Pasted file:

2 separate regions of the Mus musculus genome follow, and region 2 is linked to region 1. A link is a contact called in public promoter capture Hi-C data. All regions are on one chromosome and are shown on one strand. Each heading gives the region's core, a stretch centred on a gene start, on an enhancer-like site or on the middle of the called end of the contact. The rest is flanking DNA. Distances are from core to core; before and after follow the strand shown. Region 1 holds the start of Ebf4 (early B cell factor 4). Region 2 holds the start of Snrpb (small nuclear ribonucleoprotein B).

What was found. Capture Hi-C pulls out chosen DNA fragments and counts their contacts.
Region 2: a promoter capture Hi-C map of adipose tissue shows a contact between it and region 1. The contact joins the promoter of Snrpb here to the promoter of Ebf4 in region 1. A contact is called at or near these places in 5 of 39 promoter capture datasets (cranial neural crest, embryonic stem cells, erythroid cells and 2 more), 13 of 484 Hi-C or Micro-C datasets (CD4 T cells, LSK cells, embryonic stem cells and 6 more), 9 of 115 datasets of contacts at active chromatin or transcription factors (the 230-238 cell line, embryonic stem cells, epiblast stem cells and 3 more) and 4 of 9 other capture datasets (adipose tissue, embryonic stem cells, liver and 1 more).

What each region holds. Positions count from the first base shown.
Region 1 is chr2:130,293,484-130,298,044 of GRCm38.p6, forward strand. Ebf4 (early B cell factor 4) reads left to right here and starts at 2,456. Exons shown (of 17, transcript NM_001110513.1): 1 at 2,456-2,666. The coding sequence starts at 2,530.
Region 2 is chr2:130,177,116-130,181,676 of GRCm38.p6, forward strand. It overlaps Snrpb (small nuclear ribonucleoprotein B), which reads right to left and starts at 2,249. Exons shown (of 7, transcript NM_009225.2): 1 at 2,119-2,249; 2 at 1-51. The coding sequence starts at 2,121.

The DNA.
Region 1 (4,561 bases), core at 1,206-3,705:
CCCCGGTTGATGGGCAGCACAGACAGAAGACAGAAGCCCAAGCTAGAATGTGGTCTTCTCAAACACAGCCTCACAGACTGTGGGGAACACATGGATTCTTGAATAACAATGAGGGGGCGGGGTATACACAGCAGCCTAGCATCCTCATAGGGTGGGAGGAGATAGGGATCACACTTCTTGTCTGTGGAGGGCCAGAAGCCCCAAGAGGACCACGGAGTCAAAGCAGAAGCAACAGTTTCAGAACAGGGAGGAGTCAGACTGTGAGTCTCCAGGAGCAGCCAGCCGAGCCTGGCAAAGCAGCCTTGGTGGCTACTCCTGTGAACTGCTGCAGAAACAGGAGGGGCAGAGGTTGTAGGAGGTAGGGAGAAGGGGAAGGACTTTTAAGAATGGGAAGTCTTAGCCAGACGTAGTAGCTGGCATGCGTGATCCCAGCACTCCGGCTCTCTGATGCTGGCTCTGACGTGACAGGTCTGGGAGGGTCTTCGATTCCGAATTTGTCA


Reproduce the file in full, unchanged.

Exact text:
2 separate regions of the Mus musculus genome follow, and region 2 is linked to region 1. A link is a contact called in public promoter capture Hi-C data. All regions are on one chromosome and are shown on one strand. Each heading gives the region's core, a stretch centred on a gene start, on an enhancer-like site or on the middle of the called end of the contact. The rest is flanking DNA. Distances are from core to core; before and after follow the strand shown. Region 1 holds the start of Ebf4 (early B cell factor 4). Region 2 holds the start of Snrpb (small nuclear ribonucleoprotein B).

What was found. Capture Hi-C pulls out chosen DNA fragments and counts their contacts.
Region 2: a promoter capture Hi-C map of adipose tissue shows a contact between it and region 1. The contact joins the promoter of Snrpb here to the promoter of Ebf4 in region 1. A contact is called at or near these places in 5 of 39 promoter capture datasets (cranial neural crest, embryonic stem cells, erythroid cells and 2 more), 13 of 484 Hi-C or Micro-C datasets (CD4 T cells, LSK cells, embryonic stem cells and 6 more), 9 of 115 datasets of contacts at active chromatin or transcription factors (the 230-238 cell line, embryonic stem cells, epiblast stem cells and 3 more) and 4 of 9 other capture datasets (adipose tissue, embryonic stem cells, liver and 1 more).

What each region holds. Positions count from the first base shown.
Region 1 is chr2:130,293,484-130,298,044 of GRCm38.p6, forward strand. Ebf4 (early B cell factor 4) reads left to right here and starts at 2,456. Exons shown (of 17, transcript NM_001110513.1): 1 at 2,456-2,666. The coding sequence starts at 2,530.
Region 2 is chr2:130,177,116-130,181,676 of GRCm38.p6, forward strand. It overlaps Snrpb (small nuclear ribonucleoprotein B), which reads right to left and starts at 2,249. Exons shown (of 7, transcript NM_009225.2): 1 at 2,119-2,249; 2 at 1-51. The coding sequence starts at 2,121.

The DNA.
Region 1 (4,561 bases), core at 1,206-3,705:
CCCCGGTTGATGGGCAGCACAGACAGAAGACAGAAGCCCAAGCTAGAATGTGGTCTTCTCAAACACAGCCTCACAGACTGTGGGGAACACATGGATTCTTGAATAACAATGAGGGGGCGGGGTATACACAGCAGCCTAGCATCCTCATAGGGTGGGAGGAGATAGGGATCACACTTCTTGTCTGTGGAGGGCCAGAAGCCCCAAGAGGACCACGGAGTCAAAGCAGAAGCAACAGTTTCAGAACAGGGAGGAGTCAGACTGTGAGTCTCCAGGAGCAGCCAGCCGAGCCTGGCAAAGCAGCCTTGGTGGCTACTCCTGTGAACTGCTGCAGAAACAGGAGGGGCAGAGGTTGTAGGAGGTAGGGAGAAGGGGAAGGACTTTTAAGAATGGGAAGTCTTAGCCAGACGTAGTAGCTGGCATGCGTGATCCCAGCACTCCGGCTCTCTGATGCTGGCTCTGACGTGACAGGTCTGGGAGGGTCTTCGATTCCGAATTTGTCA